Time May Not be on Your Side: Understanding “Time is of the Essence” Clauses

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It is typical for construction contracts to provide that “time is of the essence.”  And while these clauses clearly signify that time is important, their practical impact on parties to an agreement may be less clear.   Luckily, the Arizona Supreme Court addressed the effect of “time of the essence” provisions in this state in Foundation Development Corp., v. Loehmann’s, Inc., 163 Ariz. 438 (1990).

Time as a material element of a contract.

Before addressing the holding in Loehmann’s, it should be noted that the general aim of “time of the essence” clauses is to make time a material requirement of the parties’ performance under an agreement.  Of course, even in the absence of a “time of the essence” provision, time can be rendered a material requirement of a contract if it is implied by the type of obligations assumed. read more

Arizona Legislature Further Limits Scope of Indemnification Provisions Relating to Certain Residential Construction Projects

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Many construction contracts contain indemnification provisions.  Generally speaking, these provisions attempt to shift the risk of certain potential losses between the parties.  Among other things, indemnification provisions can address the manner in which parties allocate the risks of losses, costs, and expenses resulting from:  (a) bodily injury; (b) property damage; (c) lien claims; (d) hazardous materials; and (e) copyright or patent infringements.

Like many other states, Arizona has long had a statute on the books that limits the parties’ ability to shift particular risks through indemnification provisions in a construction setting.  Specifically (as explained in this post from 2016), A.R.S. § 32-1159(A) provides that indemnification provisions “that purport to indemnify, to hold harmless or to defend the promisee from or against liability for loss or damage resulting from the sole negligence of the promisee or the promisee’s agents, employees or indemnity [are] against the public policy of this state and [are] void” in all private construction contracts and architect-engineer professional services contracts. (Emphasis added). read more

Not So Fast: Arizona Supreme Court Rolls Back Recent Expansion of Common Law Indemnification Claims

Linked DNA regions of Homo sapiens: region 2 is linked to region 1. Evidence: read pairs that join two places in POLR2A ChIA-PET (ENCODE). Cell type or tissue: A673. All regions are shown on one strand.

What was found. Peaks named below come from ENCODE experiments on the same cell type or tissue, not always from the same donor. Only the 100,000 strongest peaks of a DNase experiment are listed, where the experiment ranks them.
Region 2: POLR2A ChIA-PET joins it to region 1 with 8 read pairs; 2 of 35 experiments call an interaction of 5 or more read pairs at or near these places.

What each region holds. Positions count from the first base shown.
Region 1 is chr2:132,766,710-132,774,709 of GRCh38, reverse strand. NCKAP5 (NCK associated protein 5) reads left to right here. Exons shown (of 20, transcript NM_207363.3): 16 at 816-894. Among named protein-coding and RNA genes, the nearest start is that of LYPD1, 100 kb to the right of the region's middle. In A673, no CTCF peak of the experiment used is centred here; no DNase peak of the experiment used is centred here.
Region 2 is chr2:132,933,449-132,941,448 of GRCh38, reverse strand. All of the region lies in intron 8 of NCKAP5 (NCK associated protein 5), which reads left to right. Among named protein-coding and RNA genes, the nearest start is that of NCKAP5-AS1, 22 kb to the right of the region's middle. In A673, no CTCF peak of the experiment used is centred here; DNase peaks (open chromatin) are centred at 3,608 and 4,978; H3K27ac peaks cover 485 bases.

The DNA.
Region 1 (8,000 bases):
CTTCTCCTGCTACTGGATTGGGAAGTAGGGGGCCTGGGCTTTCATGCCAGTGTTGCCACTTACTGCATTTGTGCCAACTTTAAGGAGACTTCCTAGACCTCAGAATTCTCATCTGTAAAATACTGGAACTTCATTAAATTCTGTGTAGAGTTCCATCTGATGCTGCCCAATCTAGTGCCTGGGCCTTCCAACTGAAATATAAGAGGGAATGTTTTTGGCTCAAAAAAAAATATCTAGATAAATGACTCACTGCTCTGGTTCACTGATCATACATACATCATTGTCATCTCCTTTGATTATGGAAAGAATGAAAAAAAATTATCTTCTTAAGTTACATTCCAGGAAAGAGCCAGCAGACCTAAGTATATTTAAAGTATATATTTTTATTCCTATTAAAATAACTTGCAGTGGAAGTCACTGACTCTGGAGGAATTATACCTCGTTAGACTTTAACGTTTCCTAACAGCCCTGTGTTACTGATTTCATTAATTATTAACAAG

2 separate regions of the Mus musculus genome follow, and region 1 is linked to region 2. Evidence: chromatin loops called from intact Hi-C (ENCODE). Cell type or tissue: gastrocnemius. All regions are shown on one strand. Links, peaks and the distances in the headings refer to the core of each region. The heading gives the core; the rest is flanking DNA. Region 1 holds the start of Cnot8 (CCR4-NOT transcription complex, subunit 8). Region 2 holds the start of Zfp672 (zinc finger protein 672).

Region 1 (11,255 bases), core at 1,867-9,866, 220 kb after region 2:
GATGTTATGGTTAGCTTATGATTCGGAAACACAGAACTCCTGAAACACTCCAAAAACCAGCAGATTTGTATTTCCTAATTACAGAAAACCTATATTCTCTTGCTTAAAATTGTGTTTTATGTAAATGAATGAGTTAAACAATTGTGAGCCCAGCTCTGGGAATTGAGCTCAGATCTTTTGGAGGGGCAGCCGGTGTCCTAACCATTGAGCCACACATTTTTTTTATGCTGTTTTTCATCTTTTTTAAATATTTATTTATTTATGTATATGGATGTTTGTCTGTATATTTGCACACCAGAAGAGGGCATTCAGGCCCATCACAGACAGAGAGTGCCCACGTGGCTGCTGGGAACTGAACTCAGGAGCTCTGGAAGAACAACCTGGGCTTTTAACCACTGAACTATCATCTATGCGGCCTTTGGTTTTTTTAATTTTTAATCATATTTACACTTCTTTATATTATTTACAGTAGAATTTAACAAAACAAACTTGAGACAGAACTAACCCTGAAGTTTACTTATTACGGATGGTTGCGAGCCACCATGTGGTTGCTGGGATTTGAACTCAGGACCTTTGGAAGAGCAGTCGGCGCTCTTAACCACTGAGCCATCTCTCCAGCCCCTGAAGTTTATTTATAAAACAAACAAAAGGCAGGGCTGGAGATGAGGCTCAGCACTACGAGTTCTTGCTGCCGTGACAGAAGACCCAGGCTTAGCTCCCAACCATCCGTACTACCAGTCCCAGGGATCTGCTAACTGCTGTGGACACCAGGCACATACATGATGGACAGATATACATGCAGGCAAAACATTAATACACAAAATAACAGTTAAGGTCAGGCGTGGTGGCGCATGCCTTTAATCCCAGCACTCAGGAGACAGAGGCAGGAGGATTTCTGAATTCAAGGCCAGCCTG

Just over a year ago, I authored a post on the Arizona Court of Appeals decision in Hatch Development, LLC, et al. v. Sol’s Construction Co., Inc., 240 Ariz. 171 (App. 2016), which addressed the concept of common law indemnification.  Just recently, however, the decision in Hatch Development was abrogated by the Arizona Supreme Court’s opinion in KnightBrook Ins. Co., v. Payless Car Rental System, Inc., 243 Ariz. 422 (2018).

The Abrogated Hatch Development Decision

In Hatch Development, homeowners sought indemnification from their contractor for damages suffered by a neighbor due to a defectively installed  sewer system.   The court ultimately ruled in the homeowners’ favor, holding that a common law “duty to indemnify may arise in at least two alternative circumstances:  First, when the party seeking indemnity has ‘extinguished an obligation owed by the party from whom it seeks indemnification,’ or second, when the indemnity defendant is ‘at fault.’”  The court noted that the first circumstance was grounded in Restatement (First) of Restitution § 76.  Conversely, the second circumstance, on which the Court’s decision turned, was predicated on Restatement (First) of Restitution § 78(b)(ii), which provides, in pertinent part, that a party is entitled to indemnification where: (1) he or she makes a payment on an obligation; (2) the obligation arises because of the fault of the indemnity defendant; and (3) the payment is made with the justifiable belief that the obligation was owed. read more

They’re Here: AIA Rolls Out 2017 Updates to Contract Documents

The American Institute of Architect’s (“AIA”) Contract Documents are among the most widely used form agreements in construction.  For purposes of keeping up with critical court decisions and industry trends, the AIA reviews and amends its core documents every ten years.  2017 marked a decade since the last updates, and like clockwork the AIA has released revised versions of its documents over the course of this year.    Several months ago, the AIA released new versions of 14 documents, including its flagship agreements for the design-bid-build delivery model.  And just recently, the AIA has released 20 additional new documents relating primarily to the scope of architects’ services. read more

Sirrah, Sirrah: Arizona Supreme Court Holds that Successful Party in Breach of Implied Warranty Lawsuit is Entitled to Attorneys’ Fees

It is well-established Arizona law that a warranty of habitability and workmanship is implied into all residential construction contracts.  In Sirrah Enterprises, LLC v. Wunderlich, 242 Ariz. 542 (2017), the Arizona Supreme Court recently decided “whether the successful party on a claim for breach of the warranty qualifies for an attorney-fee award under either a contractual fee provision or A.R.S. § 12-341.01.”  The Court held that the warranty is an imputed term of the construction contract, such that the prevailing party on a claim for breach of that term qualifies for an attorneys’ fee award under a controlling contractual fee provision or § 12-341.01. read more